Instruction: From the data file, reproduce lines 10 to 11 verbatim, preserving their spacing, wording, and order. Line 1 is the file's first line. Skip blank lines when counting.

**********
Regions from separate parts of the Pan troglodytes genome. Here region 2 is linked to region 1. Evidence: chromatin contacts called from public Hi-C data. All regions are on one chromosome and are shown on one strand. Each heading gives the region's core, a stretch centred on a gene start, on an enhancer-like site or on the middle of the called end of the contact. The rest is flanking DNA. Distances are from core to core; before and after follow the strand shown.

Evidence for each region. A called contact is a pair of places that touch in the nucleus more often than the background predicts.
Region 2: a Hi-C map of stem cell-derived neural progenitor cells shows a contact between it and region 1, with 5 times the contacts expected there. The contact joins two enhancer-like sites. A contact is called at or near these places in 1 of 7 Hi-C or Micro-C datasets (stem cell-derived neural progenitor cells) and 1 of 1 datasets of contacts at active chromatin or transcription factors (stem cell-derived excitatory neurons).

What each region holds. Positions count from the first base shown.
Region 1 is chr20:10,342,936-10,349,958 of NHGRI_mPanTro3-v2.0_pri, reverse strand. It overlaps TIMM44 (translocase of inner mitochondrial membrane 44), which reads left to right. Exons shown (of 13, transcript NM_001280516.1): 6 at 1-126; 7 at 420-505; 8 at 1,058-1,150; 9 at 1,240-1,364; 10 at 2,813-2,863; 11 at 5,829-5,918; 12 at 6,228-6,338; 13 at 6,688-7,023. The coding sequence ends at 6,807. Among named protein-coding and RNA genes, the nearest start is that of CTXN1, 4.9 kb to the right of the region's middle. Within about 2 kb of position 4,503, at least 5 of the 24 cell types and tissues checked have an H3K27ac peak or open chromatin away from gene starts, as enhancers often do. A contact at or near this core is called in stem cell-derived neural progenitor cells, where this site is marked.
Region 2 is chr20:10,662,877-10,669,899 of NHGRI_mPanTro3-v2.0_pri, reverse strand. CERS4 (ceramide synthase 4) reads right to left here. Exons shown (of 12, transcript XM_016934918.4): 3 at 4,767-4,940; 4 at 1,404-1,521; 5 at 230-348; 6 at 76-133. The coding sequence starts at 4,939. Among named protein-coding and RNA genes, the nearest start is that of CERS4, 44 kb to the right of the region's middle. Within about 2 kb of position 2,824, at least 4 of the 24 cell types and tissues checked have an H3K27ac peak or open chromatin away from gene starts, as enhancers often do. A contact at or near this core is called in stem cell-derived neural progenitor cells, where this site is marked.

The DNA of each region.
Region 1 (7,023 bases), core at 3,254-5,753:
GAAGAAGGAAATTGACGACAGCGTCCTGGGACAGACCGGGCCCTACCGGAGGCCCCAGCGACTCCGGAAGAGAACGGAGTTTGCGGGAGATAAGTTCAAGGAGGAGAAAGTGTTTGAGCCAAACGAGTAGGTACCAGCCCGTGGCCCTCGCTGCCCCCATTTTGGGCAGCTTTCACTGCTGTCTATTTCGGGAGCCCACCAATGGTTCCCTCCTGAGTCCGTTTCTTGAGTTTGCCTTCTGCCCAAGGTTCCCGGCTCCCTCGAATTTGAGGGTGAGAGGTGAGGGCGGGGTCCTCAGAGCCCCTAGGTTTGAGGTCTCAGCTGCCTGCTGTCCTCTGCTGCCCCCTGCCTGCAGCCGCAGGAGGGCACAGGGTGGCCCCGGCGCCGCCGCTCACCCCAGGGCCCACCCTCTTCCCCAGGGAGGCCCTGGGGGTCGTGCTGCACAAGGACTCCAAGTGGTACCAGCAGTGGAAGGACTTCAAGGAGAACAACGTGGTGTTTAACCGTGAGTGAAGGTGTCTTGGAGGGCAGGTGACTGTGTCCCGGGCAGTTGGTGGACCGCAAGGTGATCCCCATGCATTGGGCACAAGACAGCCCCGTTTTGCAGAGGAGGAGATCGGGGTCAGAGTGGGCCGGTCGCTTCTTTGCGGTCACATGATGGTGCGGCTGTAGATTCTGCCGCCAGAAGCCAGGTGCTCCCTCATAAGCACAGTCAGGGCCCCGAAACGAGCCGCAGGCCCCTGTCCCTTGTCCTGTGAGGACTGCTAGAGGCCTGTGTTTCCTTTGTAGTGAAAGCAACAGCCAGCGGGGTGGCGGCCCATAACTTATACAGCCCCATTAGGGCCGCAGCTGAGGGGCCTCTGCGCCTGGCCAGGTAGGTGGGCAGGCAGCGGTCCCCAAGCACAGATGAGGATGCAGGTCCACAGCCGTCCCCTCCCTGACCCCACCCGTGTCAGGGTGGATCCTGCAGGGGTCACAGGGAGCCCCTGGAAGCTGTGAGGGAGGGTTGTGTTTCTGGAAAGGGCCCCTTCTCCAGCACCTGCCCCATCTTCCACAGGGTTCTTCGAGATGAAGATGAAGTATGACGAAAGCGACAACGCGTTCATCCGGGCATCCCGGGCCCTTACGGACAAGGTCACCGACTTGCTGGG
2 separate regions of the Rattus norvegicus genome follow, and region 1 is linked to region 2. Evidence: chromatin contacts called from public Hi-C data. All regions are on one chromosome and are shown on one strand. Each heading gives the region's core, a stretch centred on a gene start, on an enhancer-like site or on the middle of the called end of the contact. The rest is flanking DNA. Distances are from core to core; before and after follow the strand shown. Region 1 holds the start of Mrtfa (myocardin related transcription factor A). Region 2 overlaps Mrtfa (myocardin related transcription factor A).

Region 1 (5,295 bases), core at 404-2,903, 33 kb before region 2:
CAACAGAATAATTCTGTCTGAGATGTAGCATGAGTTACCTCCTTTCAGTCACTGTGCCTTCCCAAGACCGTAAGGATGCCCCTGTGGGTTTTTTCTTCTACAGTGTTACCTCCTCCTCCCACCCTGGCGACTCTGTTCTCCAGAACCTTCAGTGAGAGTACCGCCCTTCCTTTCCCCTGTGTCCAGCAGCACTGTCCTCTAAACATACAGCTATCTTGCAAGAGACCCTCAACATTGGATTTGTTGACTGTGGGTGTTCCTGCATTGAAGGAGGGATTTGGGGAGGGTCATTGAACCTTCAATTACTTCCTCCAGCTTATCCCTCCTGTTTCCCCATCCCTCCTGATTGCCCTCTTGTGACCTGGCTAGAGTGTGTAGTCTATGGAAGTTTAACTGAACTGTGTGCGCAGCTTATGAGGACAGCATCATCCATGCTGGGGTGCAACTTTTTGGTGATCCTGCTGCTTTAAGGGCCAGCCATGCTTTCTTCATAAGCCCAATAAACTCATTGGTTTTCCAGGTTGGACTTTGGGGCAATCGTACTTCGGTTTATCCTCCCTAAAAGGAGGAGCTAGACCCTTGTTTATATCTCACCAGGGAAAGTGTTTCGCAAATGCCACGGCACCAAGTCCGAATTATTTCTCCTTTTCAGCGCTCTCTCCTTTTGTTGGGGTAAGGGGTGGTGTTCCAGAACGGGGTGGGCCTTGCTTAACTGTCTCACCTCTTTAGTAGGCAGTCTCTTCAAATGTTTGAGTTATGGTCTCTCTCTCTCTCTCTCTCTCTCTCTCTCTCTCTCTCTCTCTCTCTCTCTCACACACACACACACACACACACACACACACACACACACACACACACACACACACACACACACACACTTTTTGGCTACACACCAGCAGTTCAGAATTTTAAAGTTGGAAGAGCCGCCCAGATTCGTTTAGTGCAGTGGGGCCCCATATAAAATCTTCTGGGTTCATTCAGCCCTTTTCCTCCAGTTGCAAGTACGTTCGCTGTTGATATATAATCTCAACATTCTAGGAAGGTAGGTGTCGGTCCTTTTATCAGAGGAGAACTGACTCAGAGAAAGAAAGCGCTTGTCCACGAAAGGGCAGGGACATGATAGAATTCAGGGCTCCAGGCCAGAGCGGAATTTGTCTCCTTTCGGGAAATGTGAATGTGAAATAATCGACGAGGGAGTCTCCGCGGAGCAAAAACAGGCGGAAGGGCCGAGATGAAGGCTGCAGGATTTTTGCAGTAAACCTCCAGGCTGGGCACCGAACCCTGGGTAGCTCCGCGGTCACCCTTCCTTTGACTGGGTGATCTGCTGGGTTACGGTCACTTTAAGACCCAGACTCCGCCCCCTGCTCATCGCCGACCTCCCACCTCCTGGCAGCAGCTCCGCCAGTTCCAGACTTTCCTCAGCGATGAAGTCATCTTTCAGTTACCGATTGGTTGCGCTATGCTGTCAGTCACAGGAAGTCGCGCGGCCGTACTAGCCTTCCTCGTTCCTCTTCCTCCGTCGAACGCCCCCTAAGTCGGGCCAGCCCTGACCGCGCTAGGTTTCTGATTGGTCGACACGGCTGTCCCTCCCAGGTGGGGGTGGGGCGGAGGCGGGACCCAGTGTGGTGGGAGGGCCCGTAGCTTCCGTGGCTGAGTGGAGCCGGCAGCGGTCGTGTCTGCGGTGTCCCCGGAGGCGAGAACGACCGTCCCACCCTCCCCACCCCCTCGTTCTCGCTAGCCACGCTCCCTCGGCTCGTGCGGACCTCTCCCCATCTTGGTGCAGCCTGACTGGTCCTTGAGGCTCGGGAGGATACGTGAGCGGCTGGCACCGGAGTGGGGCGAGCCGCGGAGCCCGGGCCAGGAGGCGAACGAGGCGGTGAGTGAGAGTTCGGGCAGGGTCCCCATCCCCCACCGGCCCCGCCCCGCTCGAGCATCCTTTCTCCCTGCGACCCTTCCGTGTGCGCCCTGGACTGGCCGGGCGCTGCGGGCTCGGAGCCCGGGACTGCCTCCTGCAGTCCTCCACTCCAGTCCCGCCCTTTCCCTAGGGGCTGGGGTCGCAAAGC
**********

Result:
2 separate regions of the Rattus norvegicus genome follow, and region 1 is linked to region 2. Evidence: chromatin contacts called from public Hi-C data. All regions are on one chromosome and are shown on one strand. Each heading gives the region's core, a stretch centred on a gene start, on an enhancer-like site or on the middle of the called end of the contact. The rest is flanking DNA. Distances are from core to core; before and after follow the strand shown. Region 1 holds the start of Mrtfa (myocardin related transcription factor A). Region 2 overlaps Mrtfa (myocardin related transcription factor A).

Region 1 (5,295 bases), core at 404-2,903, 33 kb before region 2: